- What would scammers do?
When I consider what paid search would really be like, it simultaneously sounds like a decent idea but also shows just how far today’s App Store is from doing a reasonable job of it.
Assuming the system would be auction-based by keyword like Google AdWords, for less-contested keywords, marketing apps could become much easier. Buying a few good phrases could inexpensively put your app at the top of the list to help you get off the ground and start to seed organic growth.
More significantly, we could buy increased exposure to the most likely customers to buy our apps. More paid-up-front apps could become viable, and prices could rise.
The App Store also has a serious “oversupply problem” — put less gently, it’s full of garbage. If searches were topped by apps that were actively being marketed with enough of a budget for a few keywords, finding good apps as a customer should become easier as well.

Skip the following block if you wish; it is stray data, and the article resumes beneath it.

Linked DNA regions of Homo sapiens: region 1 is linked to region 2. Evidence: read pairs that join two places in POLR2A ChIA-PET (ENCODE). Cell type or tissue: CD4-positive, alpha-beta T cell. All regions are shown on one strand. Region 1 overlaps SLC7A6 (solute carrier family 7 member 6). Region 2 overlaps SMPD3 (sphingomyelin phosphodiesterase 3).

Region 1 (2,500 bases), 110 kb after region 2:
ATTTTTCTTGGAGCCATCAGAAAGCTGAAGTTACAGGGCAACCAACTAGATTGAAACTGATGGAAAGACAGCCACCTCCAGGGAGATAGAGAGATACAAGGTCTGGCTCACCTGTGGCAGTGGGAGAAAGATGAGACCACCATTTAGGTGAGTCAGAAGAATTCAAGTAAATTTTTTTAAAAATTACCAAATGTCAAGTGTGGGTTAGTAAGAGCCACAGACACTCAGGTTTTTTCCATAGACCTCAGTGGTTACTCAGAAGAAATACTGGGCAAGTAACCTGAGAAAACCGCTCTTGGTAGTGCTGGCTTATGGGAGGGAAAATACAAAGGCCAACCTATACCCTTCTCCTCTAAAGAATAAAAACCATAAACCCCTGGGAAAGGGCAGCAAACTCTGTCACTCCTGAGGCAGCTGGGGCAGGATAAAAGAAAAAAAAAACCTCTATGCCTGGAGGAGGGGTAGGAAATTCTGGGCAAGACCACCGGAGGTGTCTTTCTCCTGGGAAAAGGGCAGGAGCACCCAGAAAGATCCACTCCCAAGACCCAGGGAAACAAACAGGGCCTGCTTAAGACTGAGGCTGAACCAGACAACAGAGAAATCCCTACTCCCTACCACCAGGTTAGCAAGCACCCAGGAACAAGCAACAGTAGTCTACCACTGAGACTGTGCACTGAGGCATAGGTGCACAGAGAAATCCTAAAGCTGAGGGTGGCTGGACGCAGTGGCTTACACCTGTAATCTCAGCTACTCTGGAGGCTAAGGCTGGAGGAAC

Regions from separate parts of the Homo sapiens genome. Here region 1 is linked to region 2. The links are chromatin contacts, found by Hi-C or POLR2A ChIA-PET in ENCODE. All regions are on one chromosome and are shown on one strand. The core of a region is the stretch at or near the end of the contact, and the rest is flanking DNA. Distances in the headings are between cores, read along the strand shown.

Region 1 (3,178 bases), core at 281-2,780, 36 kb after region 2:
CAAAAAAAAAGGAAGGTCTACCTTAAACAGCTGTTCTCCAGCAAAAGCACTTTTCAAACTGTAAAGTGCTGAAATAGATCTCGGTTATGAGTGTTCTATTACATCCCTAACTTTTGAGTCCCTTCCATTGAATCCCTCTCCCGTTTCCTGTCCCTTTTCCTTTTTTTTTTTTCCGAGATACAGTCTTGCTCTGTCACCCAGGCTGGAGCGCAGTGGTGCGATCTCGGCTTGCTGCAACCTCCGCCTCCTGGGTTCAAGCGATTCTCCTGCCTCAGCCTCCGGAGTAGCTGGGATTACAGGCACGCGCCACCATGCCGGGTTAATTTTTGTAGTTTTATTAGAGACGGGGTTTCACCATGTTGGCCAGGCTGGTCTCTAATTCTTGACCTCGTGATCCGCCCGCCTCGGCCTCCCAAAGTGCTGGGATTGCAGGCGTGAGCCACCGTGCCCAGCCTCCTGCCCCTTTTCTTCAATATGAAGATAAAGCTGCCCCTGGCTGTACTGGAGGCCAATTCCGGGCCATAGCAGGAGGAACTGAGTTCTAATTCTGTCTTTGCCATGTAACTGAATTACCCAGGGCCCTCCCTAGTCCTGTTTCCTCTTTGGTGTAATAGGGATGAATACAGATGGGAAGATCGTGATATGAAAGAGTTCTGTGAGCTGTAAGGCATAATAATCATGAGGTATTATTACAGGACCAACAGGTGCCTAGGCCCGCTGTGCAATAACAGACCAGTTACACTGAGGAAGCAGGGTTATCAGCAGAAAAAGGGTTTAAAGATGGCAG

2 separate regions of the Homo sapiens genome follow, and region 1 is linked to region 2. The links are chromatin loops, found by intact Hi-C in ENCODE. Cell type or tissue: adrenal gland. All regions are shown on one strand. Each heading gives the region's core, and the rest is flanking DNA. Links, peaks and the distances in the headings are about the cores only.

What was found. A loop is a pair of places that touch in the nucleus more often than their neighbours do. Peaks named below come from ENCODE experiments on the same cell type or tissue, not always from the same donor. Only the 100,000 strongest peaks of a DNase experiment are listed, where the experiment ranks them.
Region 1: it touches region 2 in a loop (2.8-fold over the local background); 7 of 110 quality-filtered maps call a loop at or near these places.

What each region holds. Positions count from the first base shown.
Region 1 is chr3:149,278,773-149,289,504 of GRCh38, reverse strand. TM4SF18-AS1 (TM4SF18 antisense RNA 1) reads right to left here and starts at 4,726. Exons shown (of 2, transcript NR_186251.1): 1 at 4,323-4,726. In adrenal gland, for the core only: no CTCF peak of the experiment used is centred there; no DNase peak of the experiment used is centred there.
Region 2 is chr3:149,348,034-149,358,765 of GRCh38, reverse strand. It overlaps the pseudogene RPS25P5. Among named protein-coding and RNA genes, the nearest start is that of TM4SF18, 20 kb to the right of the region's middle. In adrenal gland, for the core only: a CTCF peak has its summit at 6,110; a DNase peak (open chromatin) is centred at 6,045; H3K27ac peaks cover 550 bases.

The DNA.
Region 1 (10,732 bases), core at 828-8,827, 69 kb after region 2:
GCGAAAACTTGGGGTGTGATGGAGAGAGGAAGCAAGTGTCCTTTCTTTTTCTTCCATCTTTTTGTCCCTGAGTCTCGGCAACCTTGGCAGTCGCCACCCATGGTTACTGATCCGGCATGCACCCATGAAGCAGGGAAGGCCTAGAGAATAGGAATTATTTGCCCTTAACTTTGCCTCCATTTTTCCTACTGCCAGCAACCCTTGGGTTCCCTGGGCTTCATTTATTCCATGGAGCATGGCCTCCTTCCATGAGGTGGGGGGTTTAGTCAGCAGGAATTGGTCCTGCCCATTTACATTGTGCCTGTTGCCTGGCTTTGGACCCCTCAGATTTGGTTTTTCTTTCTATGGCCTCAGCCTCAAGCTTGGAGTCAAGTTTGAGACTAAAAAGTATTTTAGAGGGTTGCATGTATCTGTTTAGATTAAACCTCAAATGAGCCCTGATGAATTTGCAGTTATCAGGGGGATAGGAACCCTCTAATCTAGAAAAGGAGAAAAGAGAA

But the App Store’s infrastructure is utterly unprepared to do paid search well today.
Developers currently have very little idea where sales come from. We can track sales that come from websites, but most don’t, and any sales coming from within the App Store are a mystery. We have no idea whether people get our app from an editorial feature, a Top list, searching for it by name, or searching for it with other keywords.
For paid search to be worthwhile, we need to know which keywords to buy. We need to know the words people are already using to find our apps, and we need to know how we rank organically for those words. If we decide to buy some keyword ads, we need to know how many sales they brought in.